Posted 04 January 2006 - 03:56 PM
if so are the woodchips soaked in water to hydrate
before being used? or simply used right out
of the bag.
also, could somone please reccomend a "type" of woodchip
Posted 04 January 2006 - 04:02 PM
Posted 04 January 2006 - 04:27 PM
Posted 04 January 2006 - 04:38 PM
as a bottom layer? instead of crumbled cakes or grains.
would this colonize the straw efficiently?
i have heard some negative comments
and some positive comments
concerning the topic.
thanks for the quick reply dial8:headbang:
Posted 04 January 2006 - 04:41 PM
Now we are talking about cubensis and not a wood loving species, right?
Posted 04 January 2006 - 04:49 PM
i would be able to spawn way more cubensis during warm months.
i would consider other species but the cold months in my area are few, and the warm months are more common. i dont think the cold cyans would do well for me,, but i am in a mixed weather climate, winters are short and cold, and summers are warm. i read somewhere that cyans we're difficult to fruit, so this scared me off. what would you reccomend?
Posted 04 January 2006 - 05:09 PM
waiting on cakes to pin,but i can definitly make enough
for cutting pieces and mixing through the straw.
this sounds better than my original idea
of an all cardboard bottom layer.
i want to use tissue for my cardboard, so i gotta wait:bow:
but i have a huge mass of cut up boxes saved and ready to go
Posted 04 January 2006 - 05:19 PM
If you are spawning cakes to straw I would pasteurize the straw. Although this is not necessary for outdoor beds I think it softens the straw some making it easier to colonize.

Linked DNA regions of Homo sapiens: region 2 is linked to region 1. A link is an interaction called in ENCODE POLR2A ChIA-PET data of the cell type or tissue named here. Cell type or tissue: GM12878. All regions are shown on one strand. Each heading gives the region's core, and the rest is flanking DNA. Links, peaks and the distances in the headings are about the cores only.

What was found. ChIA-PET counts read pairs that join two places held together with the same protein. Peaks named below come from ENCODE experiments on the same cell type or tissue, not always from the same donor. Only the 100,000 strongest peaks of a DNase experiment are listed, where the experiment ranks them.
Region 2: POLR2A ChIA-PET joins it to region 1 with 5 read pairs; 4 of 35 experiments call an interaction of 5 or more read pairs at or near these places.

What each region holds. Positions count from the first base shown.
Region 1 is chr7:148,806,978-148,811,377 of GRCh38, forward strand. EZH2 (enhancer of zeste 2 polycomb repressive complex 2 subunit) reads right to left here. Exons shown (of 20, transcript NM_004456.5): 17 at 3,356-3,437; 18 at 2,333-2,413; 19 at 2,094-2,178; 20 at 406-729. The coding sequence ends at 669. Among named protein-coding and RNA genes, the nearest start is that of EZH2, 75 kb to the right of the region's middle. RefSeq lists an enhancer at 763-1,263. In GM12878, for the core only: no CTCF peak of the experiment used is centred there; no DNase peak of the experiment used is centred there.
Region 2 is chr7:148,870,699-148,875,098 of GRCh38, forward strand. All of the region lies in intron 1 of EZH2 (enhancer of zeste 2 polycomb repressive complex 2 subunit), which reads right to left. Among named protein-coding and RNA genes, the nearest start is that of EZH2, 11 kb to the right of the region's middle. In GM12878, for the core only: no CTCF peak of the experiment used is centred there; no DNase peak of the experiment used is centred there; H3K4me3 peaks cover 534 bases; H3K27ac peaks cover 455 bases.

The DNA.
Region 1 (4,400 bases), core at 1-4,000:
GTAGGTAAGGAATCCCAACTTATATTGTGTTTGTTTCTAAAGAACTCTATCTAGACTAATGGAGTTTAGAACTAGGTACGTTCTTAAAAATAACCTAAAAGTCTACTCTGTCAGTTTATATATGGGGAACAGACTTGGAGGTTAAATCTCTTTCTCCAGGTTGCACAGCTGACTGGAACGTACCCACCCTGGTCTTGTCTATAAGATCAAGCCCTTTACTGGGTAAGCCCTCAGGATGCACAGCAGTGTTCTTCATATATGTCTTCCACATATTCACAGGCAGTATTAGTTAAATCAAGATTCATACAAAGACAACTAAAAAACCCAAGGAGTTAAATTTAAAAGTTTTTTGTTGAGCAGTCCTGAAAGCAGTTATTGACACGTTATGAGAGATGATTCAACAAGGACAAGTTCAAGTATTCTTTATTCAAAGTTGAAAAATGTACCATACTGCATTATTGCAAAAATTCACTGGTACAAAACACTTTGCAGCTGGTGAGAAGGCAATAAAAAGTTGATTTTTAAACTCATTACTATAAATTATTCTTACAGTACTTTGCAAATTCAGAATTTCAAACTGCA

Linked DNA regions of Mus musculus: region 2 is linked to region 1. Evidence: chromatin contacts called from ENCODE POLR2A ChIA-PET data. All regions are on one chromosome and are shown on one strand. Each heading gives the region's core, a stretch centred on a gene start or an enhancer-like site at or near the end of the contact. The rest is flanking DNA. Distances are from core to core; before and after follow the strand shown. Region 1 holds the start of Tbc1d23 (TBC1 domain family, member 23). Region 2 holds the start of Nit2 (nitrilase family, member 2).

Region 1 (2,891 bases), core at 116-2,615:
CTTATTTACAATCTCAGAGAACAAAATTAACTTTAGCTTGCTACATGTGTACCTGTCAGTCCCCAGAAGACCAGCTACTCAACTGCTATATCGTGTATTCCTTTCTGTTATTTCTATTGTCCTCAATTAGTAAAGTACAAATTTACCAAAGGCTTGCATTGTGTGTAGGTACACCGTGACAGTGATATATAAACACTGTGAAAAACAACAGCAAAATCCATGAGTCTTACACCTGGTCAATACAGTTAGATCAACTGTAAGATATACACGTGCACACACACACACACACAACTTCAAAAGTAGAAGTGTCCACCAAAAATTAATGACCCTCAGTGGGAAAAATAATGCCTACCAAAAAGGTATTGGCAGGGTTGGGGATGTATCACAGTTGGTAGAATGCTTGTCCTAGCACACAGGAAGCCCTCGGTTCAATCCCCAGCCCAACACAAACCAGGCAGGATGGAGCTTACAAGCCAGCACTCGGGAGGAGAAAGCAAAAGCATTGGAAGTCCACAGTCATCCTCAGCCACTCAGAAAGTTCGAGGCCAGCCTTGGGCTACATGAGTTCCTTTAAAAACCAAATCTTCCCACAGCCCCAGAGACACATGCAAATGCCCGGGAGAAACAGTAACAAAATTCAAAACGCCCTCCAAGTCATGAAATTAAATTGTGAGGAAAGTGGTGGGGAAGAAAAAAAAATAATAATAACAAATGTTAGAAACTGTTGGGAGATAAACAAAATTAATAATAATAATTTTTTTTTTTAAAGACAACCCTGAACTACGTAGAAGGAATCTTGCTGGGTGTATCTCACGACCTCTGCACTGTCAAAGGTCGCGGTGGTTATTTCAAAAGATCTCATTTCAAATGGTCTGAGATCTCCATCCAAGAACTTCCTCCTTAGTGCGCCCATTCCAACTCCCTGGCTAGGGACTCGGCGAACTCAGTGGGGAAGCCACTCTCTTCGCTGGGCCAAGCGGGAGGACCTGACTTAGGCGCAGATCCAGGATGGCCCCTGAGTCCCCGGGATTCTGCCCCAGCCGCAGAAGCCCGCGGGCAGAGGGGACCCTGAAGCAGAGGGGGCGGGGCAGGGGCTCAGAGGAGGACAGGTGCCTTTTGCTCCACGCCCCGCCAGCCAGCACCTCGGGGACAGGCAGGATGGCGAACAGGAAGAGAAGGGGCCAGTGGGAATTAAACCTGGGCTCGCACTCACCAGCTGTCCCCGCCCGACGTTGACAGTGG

Above I thought you were wanting a suggestion for a casing layer. What you are wanting is a substrate material, and straw works great.
Straw can be used as a quazi/pseudo casing layer outdoors.
Clariffication: Casing layer is a non nutritious layer that simply supplies water for the developing fruit bodies.
Substrate is the medium that the mycelium colonizes and uses for food.
Posted 04 January 2007 - 11:44 AM
Posted 04 January 2007 - 12:28 PM
HW Mulch can make up 20-30% of the mix ..Best to have a matrix of different sizes ..The larger chips provide a nessessary long lasting food source to carry the patch through the next season..
I'm sure some sugars are leached with the drain water from fresh chips but
shouldn't be a significant problemo...
Posted 04 January 2007 - 12:58 PM
What about incorporating some leaf litter into the matrix?
Posted 02 April 2007 - 04:06 PM
Posted 02 April 2007 - 04:57 PM
Best to heat the chips by bringing a large pot with chips n' water to boiling point then turn off heat and let sit untill the chips sink [fully hydrated]...
Posted 02 April 2007 - 05:17 PM
Posted 02 April 2007 - 06:12 PM
Posted 02 April 2007 - 06:37 PM
Posted 02 April 2007 - 08:57 PM
I've had good colonisation in my outdoor bed but no fruiting as yet (it was started too late last year).
The bed is made from a bag of "forest chips" I found at my local nursery centre which seems to be mixed hardwood & softwood chippings and about 30% bark bits.
I need to move the bed in a month or two, and I had a small experimental probe in the bed and everything seems to be covered in nice thick white mycelium :D
I'll be moving (and expanding it) shortly, and if I remember I'll take pix and post them.
Posted 02 April 2007 - 09:46 PM
Posted 02 April 2007 - 11:16 PM
Avoid the resinous woods like pine.